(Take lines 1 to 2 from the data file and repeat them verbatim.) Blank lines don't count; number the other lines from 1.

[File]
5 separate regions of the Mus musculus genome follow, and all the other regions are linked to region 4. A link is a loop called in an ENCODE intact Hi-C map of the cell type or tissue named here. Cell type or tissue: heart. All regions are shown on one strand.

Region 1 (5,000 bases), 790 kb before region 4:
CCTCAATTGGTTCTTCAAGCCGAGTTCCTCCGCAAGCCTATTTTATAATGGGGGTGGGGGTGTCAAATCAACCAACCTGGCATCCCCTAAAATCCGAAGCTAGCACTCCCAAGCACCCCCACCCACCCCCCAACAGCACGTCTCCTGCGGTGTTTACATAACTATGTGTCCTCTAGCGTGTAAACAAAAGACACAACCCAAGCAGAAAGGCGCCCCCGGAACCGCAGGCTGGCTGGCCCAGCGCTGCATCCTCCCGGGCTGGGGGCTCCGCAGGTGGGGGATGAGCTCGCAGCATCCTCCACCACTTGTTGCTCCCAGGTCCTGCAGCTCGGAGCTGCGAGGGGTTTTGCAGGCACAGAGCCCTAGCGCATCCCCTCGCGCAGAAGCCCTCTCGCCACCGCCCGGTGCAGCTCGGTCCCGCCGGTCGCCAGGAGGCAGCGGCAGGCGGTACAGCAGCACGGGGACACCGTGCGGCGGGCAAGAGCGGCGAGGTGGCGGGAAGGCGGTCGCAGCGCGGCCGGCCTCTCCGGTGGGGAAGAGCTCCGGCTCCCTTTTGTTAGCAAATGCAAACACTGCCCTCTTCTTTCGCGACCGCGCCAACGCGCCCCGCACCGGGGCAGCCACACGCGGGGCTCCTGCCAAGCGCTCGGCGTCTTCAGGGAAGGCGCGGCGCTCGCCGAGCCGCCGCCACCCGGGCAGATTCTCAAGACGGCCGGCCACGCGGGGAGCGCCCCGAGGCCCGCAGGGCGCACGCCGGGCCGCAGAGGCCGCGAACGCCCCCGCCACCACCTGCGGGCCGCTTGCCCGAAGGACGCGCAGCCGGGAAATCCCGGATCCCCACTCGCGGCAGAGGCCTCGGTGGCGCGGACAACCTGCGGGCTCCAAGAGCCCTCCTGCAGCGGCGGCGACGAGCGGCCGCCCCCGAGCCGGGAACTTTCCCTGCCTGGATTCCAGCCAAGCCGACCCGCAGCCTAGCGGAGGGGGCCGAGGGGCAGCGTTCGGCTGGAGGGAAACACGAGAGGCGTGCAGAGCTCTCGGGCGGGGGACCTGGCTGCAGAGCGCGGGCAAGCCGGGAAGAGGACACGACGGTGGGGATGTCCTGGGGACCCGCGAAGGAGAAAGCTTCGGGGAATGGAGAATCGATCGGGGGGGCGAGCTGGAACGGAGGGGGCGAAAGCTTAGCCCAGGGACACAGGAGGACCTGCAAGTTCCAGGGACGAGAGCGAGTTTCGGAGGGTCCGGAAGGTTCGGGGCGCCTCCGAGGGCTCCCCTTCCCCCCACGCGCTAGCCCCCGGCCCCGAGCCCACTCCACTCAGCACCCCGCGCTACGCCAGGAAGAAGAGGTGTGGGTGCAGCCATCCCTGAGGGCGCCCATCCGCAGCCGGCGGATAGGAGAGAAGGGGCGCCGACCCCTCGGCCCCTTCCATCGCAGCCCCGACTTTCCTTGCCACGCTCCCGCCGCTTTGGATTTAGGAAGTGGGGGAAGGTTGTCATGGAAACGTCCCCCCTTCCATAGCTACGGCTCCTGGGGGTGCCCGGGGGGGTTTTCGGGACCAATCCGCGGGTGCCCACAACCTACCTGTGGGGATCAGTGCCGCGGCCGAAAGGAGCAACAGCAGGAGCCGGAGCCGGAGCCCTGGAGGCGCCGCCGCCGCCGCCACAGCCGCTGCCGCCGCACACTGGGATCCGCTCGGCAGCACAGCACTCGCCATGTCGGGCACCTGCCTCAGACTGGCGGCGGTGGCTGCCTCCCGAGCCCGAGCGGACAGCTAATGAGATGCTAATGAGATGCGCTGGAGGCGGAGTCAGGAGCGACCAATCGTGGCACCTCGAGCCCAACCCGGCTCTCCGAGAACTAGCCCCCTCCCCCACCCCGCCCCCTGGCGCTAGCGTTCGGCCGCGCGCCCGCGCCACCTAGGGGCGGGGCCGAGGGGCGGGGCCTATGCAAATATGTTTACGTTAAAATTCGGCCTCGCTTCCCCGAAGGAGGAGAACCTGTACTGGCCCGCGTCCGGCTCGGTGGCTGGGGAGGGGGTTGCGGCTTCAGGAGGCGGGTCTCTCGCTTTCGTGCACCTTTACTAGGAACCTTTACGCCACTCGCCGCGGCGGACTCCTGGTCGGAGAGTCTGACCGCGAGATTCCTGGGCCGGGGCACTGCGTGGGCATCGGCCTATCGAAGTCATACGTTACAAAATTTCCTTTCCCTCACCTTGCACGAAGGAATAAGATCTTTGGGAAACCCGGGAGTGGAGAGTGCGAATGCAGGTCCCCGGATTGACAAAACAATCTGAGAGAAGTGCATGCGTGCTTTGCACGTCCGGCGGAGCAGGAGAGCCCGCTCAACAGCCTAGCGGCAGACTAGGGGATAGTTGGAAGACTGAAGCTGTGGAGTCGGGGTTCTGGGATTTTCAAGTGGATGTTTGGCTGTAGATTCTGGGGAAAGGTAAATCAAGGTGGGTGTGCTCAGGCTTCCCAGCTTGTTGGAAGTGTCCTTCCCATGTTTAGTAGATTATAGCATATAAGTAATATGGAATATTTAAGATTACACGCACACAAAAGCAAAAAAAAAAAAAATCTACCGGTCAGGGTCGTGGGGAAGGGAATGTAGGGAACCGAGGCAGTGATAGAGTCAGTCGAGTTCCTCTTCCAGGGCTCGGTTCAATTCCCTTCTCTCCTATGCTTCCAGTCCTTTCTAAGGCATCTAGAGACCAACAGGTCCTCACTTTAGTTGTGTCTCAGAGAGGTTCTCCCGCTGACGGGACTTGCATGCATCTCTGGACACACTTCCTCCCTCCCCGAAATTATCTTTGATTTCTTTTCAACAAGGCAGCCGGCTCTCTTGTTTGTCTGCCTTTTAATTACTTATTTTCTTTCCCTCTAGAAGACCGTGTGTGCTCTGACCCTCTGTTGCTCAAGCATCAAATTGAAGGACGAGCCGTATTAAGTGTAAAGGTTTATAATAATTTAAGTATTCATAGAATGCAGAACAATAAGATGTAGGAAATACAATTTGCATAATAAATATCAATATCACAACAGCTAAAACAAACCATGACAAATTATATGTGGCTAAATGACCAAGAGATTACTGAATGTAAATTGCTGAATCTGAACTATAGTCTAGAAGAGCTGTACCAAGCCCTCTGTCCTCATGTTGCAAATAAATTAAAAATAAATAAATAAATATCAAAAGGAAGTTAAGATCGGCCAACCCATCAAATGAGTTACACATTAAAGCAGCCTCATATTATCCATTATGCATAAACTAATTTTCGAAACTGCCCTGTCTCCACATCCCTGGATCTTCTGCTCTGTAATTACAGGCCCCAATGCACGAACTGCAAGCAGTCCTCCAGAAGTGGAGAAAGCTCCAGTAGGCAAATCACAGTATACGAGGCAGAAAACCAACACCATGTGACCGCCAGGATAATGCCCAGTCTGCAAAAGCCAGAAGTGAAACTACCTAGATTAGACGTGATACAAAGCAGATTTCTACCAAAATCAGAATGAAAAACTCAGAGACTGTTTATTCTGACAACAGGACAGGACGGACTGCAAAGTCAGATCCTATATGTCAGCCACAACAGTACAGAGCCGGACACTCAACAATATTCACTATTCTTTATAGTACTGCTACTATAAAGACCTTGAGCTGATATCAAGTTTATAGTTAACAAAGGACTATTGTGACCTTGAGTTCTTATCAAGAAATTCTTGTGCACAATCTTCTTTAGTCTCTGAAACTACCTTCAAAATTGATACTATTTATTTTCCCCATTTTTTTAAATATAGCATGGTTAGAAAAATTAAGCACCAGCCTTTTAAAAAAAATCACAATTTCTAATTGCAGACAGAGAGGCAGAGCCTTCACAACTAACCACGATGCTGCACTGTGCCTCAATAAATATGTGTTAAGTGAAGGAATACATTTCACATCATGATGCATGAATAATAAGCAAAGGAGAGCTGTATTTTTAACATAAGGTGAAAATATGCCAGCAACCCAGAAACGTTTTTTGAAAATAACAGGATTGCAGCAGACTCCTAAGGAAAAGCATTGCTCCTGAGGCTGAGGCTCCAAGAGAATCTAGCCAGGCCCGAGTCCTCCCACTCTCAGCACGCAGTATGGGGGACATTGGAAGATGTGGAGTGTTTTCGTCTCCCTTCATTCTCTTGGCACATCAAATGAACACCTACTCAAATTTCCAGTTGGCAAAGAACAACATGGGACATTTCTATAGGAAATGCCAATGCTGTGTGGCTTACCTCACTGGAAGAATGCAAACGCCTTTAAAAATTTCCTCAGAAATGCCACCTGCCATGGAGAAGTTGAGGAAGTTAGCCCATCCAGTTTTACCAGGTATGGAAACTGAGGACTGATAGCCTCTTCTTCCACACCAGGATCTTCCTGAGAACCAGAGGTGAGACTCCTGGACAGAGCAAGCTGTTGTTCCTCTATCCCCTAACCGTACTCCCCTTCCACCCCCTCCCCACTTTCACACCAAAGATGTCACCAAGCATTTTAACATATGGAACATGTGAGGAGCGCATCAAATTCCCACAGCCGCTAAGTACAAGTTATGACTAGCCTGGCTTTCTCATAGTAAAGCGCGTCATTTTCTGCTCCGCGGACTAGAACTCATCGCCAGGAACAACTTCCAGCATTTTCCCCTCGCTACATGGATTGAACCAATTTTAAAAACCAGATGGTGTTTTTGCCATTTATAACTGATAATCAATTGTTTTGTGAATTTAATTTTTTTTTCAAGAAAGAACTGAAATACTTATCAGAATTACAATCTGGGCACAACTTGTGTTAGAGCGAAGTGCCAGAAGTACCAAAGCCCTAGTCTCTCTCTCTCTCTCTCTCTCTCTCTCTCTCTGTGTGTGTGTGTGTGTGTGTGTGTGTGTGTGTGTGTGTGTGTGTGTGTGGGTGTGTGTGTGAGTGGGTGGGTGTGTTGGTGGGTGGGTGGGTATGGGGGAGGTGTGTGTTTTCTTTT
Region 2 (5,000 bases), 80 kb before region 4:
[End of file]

5 separate regions of the Mus musculus genome follow, and all the other regions are linked to region 4. A link is a loop called in an ENCODE intact Hi-C map of the cell type or tissue named here. Cell type or tissue: heart. All regions are shown on one strand.

Region 1 (5,000 bases), 790 kb before region 4: